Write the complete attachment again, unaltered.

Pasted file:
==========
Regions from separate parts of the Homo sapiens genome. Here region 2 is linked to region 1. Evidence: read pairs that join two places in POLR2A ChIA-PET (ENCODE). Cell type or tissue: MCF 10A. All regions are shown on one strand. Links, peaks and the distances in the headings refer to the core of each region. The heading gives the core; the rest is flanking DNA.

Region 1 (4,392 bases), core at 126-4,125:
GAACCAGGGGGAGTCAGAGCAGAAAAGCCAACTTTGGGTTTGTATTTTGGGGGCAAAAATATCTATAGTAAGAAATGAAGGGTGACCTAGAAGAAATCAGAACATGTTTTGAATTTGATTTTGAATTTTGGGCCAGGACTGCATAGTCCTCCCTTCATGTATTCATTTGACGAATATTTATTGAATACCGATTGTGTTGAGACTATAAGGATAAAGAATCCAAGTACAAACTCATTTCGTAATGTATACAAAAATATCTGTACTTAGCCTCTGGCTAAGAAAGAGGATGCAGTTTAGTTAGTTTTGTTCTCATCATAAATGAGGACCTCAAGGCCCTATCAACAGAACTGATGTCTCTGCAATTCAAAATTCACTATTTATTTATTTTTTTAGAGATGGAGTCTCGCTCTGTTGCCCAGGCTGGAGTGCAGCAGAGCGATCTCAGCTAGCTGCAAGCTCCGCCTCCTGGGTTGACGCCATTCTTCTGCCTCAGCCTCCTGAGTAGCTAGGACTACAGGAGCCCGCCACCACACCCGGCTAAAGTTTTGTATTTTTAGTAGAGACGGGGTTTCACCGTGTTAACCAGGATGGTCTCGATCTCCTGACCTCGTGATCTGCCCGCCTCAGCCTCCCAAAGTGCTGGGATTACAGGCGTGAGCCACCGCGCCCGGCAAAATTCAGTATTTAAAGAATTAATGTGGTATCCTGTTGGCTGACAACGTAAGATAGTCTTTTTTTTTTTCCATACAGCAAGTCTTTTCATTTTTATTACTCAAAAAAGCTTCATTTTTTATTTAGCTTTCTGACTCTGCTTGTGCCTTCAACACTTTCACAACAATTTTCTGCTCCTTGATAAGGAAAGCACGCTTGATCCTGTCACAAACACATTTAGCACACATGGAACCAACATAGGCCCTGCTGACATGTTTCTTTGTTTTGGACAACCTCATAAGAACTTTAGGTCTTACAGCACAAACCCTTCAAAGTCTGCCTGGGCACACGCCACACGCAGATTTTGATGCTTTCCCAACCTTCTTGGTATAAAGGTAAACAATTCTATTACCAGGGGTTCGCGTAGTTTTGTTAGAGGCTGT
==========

Regions from separate parts of the Homo sapiens genome. Here region 2 is linked to region 1. Evidence: read pairs that join two places in POLR2A ChIA-PET (ENCODE). Cell type or tissue: MCF 10A. All regions are shown on one strand. Links, peaks and the distances in the headings refer to the core of each region. The heading gives the core; the rest is flanking DNA.

Region 1 (4,392 bases), core at 126-4,125:
GAACCAGGGGGAGTCAGAGCAGAAAAGCCAACTTTGGGTTTGTATTTTGGGGGCAAAAATATCTATAGTAAGAAATGAAGGGTGACCTAGAAGAAATCAGAACATGTTTTGAATTTGATTTTGAATTTTGGGCCAGGACTGCATAGTCCTCCCTTCATGTATTCATTTGACGAATATTTATTGAATACCGATTGTGTTGAGACTATAAGGATAAAGAATCCAAGTACAAACTCATTTCGTAATGTATACAAAAATATCTGTACTTAGCCTCTGGCTAAGAAAGAGGATGCAGTTTAGTTAGTTTTGTTCTCATCATAAATGAGGACCTCAAGGCCCTATCAACAGAACTGATGTCTCTGCAATTCAAAATTCACTATTTATTTATTTTTTTAGAGATGGAGTCTCGCTCTGTTGCCCAGGCTGGAGTGCAGCAGAGCGATCTCAGCTAGCTGCAAGCTCCGCCTCCTGGGTTGACGCCATTCTTCTGCCTCAGCCTCCTGAGTAGCTAGGACTACAGGAGCCCGCCACCACACCCGGCTAAAGTTTTGTATTTTTAGTAGAGACGGGGTTTCACCGTGTTAACCAGGATGGTCTCGATCTCCTGACCTCGTGATCTGCCCGCCTCAGCCTCCCAAAGTGCTGGGATTACAGGCGTGAGCCACCGCGCCCGGCAAAATTCAGTATTTAAAGAATTAATGTGGTATCCTGTTGGCTGACAACGTAAGATAGTCTTTTTTTTTTTCCATACAGCAAGTCTTTTCATTTTTATTACTCAAAAAAGCTTCATTTTTTATTTAGCTTTCTGACTCTGCTTGTGCCTTCAACACTTTCACAACAATTTTCTGCTCCTTGATAAGGAAAGCACGCTTGATCCTGTCACAAACACATTTAGCACACATGGAACCAACATAGGCCCTGCTGACATGTTTCTTTGTTTTGGACAACCTCATAAGAACTTTAGGTCTTACAGCACAAACCCTTCAAAGTCTGCCTGGGCACACGCCACACGCAGATTTTGATGCTTTCCCAACCTTCTTGGTATAAAGGTAAACAATTCTATTACCAGGGGTTCGCGTAGTTTTGTTAGAGGCTGT